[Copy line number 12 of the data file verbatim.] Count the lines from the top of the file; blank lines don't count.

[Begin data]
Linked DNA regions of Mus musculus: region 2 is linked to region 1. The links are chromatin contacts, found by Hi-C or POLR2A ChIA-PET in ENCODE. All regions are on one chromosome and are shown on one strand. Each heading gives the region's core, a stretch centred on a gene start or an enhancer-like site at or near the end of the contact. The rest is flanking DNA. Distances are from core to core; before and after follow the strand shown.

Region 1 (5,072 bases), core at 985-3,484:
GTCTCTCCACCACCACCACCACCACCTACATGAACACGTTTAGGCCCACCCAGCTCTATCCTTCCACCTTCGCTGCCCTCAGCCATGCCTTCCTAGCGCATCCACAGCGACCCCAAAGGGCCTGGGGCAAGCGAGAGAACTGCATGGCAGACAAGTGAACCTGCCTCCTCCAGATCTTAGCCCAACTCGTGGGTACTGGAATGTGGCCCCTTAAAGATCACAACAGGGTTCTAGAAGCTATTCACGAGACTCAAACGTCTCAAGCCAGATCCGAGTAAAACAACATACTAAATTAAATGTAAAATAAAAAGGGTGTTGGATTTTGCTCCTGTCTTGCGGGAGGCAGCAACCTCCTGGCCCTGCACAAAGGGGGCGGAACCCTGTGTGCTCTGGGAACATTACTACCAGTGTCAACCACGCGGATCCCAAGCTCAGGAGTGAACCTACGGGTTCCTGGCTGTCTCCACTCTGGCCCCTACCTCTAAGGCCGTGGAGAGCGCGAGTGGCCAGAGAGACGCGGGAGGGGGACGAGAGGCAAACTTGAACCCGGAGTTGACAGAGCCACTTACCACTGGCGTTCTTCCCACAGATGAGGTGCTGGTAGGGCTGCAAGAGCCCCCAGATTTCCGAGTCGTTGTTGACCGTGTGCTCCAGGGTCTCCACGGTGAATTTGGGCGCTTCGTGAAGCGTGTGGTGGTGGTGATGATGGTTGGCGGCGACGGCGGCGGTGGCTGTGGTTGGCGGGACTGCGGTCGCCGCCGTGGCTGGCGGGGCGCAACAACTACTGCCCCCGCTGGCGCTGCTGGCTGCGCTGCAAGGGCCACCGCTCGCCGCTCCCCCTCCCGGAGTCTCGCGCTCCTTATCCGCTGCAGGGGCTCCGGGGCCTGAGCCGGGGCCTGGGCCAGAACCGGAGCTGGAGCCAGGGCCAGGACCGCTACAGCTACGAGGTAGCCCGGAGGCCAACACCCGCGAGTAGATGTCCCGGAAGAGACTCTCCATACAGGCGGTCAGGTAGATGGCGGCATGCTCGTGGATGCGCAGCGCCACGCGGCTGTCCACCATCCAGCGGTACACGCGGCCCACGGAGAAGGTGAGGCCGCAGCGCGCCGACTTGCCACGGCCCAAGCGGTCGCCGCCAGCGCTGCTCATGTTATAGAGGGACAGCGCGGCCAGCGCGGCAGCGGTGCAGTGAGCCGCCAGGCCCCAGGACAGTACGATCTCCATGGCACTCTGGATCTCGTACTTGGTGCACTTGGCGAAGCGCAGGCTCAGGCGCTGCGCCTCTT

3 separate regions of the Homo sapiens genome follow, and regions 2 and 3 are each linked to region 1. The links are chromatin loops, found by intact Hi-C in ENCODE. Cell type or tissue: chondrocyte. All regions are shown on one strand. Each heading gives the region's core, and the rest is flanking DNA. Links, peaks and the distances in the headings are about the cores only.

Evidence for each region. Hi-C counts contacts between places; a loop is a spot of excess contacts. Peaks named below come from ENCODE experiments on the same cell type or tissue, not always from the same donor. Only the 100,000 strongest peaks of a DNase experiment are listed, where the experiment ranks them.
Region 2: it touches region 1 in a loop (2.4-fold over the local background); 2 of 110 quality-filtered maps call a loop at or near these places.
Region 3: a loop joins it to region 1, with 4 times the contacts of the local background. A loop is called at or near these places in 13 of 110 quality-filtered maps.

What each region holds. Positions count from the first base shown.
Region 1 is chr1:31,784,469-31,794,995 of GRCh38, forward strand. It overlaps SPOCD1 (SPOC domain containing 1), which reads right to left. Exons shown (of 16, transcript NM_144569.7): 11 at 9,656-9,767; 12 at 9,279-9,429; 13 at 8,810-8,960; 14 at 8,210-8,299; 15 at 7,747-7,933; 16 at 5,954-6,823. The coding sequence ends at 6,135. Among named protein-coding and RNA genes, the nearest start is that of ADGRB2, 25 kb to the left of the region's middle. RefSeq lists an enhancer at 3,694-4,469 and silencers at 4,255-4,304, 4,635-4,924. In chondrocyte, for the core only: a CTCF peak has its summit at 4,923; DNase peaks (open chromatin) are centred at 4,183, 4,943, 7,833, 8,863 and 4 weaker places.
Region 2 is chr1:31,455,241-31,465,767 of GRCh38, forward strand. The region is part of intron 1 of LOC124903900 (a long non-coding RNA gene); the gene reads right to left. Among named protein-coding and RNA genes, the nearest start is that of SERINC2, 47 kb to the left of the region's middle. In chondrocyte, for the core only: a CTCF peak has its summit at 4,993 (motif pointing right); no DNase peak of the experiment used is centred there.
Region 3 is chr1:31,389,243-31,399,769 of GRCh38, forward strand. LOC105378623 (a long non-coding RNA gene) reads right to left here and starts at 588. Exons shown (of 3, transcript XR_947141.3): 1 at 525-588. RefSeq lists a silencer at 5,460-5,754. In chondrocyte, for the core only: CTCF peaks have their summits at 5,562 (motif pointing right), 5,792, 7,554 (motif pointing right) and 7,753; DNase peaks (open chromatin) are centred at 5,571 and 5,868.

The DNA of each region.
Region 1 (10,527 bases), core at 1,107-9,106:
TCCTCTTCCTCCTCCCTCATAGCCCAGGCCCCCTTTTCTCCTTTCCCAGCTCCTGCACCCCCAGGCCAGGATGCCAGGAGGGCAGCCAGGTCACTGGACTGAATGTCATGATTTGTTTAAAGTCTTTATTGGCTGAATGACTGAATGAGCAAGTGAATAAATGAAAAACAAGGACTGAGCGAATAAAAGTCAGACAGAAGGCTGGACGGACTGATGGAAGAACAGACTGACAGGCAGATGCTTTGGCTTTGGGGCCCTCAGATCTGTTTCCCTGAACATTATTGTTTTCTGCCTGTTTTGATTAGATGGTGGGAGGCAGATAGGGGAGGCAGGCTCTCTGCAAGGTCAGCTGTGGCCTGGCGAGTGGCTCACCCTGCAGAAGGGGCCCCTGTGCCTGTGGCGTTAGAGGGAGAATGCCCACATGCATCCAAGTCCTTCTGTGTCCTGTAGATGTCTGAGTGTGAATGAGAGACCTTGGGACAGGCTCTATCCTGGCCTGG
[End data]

The DNA of each region.